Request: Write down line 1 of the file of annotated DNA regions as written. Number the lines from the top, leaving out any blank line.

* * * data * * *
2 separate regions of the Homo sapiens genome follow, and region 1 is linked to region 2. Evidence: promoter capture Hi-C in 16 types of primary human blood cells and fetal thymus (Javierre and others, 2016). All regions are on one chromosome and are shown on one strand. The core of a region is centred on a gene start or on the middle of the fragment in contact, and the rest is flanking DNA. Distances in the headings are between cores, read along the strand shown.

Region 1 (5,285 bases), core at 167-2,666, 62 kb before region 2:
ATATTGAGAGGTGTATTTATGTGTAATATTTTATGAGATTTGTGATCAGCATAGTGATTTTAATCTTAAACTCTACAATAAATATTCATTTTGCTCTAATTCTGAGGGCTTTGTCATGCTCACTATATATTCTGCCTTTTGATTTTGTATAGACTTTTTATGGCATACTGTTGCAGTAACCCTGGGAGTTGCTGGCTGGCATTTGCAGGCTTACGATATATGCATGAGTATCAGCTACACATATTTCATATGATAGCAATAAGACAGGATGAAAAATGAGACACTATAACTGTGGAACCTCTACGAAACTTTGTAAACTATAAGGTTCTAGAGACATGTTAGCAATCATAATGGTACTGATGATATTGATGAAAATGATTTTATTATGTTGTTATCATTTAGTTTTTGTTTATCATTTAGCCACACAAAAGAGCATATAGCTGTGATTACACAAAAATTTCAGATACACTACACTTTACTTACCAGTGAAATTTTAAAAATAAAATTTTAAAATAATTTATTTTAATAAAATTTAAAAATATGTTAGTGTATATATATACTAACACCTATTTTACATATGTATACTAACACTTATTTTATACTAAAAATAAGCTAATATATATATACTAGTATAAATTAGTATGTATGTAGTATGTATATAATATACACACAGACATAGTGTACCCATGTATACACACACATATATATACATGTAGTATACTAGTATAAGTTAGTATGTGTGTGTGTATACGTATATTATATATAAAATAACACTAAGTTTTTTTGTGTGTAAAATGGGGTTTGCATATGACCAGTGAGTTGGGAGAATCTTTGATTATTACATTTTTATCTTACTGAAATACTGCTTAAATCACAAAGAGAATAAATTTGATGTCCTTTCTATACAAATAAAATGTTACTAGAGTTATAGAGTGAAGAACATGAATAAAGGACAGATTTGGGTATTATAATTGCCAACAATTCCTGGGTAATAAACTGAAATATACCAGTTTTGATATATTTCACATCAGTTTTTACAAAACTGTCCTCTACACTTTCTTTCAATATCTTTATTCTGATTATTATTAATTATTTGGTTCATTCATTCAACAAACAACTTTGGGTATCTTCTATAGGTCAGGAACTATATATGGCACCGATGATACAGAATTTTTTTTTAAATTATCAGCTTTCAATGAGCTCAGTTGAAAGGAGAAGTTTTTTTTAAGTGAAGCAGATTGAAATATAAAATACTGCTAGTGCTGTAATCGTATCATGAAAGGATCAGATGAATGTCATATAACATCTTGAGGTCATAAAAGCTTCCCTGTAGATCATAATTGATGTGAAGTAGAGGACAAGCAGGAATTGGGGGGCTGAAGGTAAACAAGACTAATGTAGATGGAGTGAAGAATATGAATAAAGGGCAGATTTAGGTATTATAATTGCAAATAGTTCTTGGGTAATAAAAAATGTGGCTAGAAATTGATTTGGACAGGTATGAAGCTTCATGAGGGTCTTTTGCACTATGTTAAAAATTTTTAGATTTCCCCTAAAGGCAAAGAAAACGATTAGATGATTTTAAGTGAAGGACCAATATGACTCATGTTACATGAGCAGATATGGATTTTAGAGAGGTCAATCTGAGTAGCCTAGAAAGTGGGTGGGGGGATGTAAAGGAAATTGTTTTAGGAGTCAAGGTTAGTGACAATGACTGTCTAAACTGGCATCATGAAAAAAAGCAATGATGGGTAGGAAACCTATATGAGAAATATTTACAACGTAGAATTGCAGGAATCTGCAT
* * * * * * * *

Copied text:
2 separate regions of the Homo sapiens genome follow, and region 1 is linked to region 2. Evidence: promoter capture Hi-C in 16 types of primary human blood cells and fetal thymus (Javierre and others, 2016). All regions are on one chromosome and are shown on one strand. The core of a region is centred on a gene start or on the middle of the fragment in contact, and the rest is flanking DNA. Distances in the headings are between cores, read along the strand shown.